Secular liberalism, supported by theological liberalism and its replacement of the gospel of Jesus Christ with the social gospel, not white racism, stands behind the bitter fruit of racial tension and minority poverty that our society must deal with today.
I wrote my book, Race in America: Liberalism’s Attack on Minorities and the Church, from a perspective built on 30 years of work in the public policy arena, having watched year after year modern liberalism’s assault on the church, culture, government, and markets—though I readily admit I didn’t have a biblical perspective on these, or anything else, 30 years ago.
This assault shouldn’t be surprising; we live in a world at war, a war that has been raging (Psalm 2) since Adam defied God and abandoned Eve to Satan’s deceit to get a taste of some forbidden fruit and rebel against God. I’ve also watched the church too often fall for Satan’s deceit and retreat from its duty of “declaring [to the culture] the whole counsel of God.” Instead, it often adapts Scripture to fit the world’s ideas because it is “deluded … with plausible arguments” and taken “captive by philosophy and empty deceit” while being “surprised … that the world hates” believers and forgetting that “friendship with the world is enmity with God.”
This retreat is particularly evident when it comes to race and culture. The world seeks to divide that which is whole and make whole that which is divided. Thus, the single race of mankind becomes hopelessly split into various “races” while the greatest of all divides, that between believers and unbelievers, is ignored. Racism, primarily white racism, is said to be at the heart of racial tension in America today and the primary cause of many of the problems that minorities face. Unfortunately, all too often the church today falls for this worldly counsel.
This perspective is seen even in conservative evangelical denominations like the Presbyterian Church in America.
For instance, PCA Pastor Timothy LeCroy recently explored his racist heritage:
You see, I didn’t hate Black people, but I was still a racist. I was a racist because I looked down on African Americans. I stereotyped them. I didn’t seek to know them or understand them. I may have never called them names or raised a Confederate flag or done anything overtly racist, but I was racist nonetheless—racist in ways that I am only now coming to understand.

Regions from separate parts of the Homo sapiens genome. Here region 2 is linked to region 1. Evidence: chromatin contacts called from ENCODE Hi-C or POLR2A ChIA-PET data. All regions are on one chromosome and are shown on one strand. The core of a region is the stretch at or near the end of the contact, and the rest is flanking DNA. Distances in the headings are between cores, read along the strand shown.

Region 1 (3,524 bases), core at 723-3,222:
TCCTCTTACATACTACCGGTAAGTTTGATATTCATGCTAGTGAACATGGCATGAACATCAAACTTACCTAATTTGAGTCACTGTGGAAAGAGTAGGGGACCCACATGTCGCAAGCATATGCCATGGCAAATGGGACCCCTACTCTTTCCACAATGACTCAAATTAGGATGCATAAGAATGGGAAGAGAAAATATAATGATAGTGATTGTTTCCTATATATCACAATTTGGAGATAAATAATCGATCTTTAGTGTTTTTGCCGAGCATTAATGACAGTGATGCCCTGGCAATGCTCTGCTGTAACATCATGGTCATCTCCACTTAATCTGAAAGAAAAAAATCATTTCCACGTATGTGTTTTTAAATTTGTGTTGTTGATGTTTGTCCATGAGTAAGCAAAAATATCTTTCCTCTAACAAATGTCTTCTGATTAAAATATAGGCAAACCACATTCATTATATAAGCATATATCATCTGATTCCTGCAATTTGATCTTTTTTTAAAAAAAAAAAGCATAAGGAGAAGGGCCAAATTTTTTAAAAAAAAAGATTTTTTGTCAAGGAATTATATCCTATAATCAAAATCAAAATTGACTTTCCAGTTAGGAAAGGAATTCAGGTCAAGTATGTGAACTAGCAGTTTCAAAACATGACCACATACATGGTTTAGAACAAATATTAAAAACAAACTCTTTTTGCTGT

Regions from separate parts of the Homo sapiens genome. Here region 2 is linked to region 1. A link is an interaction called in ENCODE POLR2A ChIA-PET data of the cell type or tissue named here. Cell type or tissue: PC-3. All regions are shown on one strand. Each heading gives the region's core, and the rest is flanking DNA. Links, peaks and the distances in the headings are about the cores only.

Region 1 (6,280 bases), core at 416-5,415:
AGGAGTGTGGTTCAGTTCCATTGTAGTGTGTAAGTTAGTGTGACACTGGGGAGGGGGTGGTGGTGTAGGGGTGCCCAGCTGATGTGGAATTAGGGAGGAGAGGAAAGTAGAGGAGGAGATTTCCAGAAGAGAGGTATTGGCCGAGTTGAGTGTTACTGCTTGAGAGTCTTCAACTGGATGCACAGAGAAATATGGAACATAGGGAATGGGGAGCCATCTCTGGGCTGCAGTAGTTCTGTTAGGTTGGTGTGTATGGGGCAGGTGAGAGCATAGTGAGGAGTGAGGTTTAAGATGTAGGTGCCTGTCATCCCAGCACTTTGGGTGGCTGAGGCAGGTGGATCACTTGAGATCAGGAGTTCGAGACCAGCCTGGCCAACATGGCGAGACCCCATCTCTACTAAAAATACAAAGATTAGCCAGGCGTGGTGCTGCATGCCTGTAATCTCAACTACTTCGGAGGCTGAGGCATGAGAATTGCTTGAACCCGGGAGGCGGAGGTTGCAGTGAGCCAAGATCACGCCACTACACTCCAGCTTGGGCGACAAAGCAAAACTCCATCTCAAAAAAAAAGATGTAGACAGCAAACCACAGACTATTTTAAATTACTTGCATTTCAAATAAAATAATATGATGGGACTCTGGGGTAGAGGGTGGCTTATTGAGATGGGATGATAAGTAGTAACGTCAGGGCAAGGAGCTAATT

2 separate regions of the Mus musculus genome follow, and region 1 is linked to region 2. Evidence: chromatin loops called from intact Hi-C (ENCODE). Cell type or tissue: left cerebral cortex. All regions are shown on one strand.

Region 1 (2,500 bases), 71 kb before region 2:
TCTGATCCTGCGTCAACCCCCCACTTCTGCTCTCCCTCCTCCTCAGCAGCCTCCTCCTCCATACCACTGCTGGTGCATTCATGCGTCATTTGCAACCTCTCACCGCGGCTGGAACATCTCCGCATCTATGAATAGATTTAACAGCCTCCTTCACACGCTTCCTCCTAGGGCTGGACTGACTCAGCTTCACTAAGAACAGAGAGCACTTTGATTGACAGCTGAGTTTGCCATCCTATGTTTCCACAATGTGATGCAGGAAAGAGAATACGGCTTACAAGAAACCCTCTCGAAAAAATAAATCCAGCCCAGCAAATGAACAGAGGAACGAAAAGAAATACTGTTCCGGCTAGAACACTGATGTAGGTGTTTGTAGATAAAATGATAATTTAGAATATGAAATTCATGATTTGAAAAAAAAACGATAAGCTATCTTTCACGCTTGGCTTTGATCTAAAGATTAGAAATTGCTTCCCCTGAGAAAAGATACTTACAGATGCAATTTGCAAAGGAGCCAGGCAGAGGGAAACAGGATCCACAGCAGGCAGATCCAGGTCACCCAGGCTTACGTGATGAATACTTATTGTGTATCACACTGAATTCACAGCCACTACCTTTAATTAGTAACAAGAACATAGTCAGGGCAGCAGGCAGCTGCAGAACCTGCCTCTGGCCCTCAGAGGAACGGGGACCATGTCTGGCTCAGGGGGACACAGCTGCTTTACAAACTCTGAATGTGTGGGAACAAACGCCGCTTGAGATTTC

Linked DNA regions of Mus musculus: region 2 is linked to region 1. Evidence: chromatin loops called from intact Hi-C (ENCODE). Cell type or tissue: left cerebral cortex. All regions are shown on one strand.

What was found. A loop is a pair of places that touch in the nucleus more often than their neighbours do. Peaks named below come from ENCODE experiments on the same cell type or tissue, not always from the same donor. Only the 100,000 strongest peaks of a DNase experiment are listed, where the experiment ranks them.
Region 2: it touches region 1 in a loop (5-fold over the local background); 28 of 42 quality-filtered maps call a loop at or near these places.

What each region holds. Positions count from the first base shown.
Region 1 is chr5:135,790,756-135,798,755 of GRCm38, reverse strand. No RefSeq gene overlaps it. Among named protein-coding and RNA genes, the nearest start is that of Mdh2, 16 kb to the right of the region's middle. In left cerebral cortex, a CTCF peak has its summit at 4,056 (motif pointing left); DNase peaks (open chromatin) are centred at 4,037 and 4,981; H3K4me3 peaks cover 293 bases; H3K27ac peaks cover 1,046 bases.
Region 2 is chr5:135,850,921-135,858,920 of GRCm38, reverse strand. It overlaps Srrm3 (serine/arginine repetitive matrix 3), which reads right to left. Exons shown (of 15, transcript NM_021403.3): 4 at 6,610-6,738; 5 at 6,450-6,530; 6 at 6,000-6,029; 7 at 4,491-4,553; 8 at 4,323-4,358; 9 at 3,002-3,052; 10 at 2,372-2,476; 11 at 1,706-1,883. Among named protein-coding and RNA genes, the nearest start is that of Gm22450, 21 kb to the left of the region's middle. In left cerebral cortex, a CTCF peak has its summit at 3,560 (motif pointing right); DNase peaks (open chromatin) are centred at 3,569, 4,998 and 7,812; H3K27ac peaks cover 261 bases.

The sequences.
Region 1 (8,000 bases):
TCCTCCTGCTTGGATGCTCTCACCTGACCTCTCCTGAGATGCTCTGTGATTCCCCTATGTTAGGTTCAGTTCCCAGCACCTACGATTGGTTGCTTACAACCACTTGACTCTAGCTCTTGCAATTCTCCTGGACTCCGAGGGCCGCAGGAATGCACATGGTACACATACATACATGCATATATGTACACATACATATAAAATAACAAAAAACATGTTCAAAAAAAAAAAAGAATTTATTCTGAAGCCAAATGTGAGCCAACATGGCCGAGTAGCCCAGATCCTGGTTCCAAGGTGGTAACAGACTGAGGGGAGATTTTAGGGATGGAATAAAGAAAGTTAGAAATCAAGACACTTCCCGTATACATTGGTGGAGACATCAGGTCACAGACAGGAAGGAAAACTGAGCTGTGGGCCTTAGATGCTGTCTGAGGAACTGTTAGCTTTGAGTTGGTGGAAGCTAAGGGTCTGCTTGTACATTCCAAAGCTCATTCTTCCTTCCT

Similarly, ruling elder and past PCA General Assembly Moderator Alexander Jun makes the same point by reciting a story about a giraffe’s blind bias against elephants. After seeing the elephant make shambles of his house which, after all, was built for giraffes, the giraffe proclaims:
I know the problem. You’re too fat. If you lost some weight, you’d fit in here just fine. Or maybe if you took ballet lessons you’d get light on your feet. I love having you here and I’d love for you to keep coming back but you kinda have to change if you are going to stay here.”
Though not everyone in the PCA thinks this way. Black PCA ruling elder Al Arnold embraces his great, great grandfather’s role in the civil war as a slave to Confederate General Nathan Bedford Forest and an orderly to Robert E. Lee. He also writes of his time growing up:
To suggest that having a white prom and a black prom at one high school is racist doesn’t fully comprehend the important role of culture and the importance of race. That doesn’t mean that we don’t acknowledge that these practices may have derived from impure motives. … But to suggest that because these events were separate was inherently racist is wrong. As much as we loved our white classmates and were loved by them, we also loved our culture so much that we enjoyed our differences without allowing them to destroy our love for each other.
Similarly, in policy work, I’ve seen many people attempt to blame the continued existence of poverty, violence, and single mothers in black ghettos today on white racism, past and present. But Thomas Sowell says this explanation “will not stand up under a closer scrutiny of history.”